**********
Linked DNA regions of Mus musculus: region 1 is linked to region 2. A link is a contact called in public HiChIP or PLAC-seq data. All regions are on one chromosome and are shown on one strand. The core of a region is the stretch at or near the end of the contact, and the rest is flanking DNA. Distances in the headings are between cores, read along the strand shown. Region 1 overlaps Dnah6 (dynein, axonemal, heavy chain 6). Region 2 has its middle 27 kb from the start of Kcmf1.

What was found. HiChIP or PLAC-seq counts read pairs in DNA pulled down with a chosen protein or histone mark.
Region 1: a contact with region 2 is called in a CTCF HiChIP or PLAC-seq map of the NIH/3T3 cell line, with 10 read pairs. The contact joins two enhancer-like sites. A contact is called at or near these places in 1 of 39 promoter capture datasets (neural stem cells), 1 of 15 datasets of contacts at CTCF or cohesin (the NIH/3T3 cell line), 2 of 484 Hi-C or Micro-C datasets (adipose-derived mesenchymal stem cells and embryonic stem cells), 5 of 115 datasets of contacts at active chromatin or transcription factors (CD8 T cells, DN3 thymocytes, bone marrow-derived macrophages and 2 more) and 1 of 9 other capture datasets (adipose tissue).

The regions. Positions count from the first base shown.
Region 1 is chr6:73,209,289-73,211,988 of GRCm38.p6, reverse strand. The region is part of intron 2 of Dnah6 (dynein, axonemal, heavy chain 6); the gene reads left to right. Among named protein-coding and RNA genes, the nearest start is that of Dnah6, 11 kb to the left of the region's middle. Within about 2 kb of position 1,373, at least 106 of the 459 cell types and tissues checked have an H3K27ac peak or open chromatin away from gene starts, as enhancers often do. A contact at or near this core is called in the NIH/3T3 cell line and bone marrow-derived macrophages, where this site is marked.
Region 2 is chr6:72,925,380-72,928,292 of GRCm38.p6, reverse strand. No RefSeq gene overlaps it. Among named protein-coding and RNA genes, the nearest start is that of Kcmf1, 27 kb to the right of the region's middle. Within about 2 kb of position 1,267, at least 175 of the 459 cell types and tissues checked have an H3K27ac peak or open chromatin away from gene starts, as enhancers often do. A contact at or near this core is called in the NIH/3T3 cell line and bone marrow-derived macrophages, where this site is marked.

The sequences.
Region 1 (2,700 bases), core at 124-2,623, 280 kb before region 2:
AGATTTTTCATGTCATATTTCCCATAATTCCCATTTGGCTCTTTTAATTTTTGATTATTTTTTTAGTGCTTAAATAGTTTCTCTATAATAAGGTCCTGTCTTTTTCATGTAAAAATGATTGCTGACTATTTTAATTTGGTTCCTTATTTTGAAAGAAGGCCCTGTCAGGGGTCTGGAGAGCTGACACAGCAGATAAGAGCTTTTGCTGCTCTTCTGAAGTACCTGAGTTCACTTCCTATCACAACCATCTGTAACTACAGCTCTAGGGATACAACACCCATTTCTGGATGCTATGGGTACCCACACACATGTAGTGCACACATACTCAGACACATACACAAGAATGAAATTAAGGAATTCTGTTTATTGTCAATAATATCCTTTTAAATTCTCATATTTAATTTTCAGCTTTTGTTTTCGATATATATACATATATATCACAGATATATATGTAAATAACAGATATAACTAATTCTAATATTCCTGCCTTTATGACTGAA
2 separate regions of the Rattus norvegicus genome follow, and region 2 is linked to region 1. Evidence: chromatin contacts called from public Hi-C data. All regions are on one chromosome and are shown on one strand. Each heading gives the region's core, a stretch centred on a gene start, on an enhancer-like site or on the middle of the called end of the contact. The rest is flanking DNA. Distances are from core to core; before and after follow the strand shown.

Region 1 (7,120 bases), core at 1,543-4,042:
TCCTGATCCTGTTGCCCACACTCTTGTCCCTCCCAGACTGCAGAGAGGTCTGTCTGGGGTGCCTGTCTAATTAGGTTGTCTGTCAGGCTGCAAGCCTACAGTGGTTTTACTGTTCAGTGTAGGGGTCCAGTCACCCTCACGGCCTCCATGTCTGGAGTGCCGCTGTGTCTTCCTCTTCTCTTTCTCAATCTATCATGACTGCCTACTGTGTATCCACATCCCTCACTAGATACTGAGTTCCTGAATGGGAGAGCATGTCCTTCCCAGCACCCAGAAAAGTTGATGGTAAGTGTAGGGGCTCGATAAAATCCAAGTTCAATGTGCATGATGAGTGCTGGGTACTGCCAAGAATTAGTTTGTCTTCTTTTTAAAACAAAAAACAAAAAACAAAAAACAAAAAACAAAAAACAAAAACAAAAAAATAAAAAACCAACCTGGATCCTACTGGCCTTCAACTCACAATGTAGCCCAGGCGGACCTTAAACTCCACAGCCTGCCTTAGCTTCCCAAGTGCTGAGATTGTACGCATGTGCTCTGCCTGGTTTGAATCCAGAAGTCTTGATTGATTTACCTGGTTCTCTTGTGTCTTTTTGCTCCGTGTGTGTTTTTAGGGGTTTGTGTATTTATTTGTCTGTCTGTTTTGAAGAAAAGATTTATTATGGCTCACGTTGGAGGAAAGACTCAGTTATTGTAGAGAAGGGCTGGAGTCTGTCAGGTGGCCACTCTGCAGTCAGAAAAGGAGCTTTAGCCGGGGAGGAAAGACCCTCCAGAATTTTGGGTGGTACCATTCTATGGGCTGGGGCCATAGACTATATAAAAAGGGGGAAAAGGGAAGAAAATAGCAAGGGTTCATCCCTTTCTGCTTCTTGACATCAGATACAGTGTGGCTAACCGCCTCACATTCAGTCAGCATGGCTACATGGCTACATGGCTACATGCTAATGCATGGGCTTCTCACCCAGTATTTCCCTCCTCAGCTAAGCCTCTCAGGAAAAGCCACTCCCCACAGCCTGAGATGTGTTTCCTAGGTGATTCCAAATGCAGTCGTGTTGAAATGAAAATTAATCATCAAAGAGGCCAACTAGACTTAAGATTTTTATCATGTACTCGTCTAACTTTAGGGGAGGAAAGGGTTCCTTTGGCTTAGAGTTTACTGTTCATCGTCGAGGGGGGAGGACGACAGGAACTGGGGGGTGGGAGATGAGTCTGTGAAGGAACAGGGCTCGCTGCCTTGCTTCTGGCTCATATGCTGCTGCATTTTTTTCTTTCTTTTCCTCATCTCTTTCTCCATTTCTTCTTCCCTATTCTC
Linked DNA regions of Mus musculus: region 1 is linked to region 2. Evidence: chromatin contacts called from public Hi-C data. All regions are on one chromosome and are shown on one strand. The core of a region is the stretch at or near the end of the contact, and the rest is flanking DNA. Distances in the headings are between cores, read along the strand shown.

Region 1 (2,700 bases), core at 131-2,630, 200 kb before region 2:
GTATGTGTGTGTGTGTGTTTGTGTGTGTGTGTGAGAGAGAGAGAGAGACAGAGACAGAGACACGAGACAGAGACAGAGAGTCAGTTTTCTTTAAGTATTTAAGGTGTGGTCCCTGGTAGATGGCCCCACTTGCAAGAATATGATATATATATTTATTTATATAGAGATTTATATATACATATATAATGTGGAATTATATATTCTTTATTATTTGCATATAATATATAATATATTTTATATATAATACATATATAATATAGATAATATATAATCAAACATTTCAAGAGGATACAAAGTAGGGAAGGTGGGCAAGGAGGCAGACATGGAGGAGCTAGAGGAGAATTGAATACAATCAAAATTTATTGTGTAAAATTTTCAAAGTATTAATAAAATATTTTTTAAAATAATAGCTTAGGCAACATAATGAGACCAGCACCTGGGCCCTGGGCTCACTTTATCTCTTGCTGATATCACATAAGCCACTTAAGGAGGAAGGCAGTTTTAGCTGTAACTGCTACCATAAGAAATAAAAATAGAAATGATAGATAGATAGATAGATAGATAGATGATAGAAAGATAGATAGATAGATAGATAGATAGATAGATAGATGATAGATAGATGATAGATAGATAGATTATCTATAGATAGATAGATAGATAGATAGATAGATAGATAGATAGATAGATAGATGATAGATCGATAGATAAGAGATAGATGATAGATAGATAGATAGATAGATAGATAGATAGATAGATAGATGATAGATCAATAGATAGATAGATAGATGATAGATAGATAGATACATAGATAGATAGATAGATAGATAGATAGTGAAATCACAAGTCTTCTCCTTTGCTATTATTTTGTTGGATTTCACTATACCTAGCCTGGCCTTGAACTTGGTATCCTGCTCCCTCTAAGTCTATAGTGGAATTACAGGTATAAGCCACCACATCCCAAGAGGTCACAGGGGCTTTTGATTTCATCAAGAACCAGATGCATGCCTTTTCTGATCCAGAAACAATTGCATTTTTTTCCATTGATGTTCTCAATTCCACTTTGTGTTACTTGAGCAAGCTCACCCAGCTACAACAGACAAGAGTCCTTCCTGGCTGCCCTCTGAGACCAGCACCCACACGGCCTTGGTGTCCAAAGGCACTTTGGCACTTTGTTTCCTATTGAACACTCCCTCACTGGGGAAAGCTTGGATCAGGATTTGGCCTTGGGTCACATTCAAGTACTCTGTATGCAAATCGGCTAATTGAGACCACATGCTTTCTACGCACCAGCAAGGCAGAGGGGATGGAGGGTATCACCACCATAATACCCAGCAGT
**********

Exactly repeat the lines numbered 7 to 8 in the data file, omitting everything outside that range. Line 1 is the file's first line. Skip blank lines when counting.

The sequences.
Region 1 (2,700 bases), core at 124-2,623, 280 kb before region 2: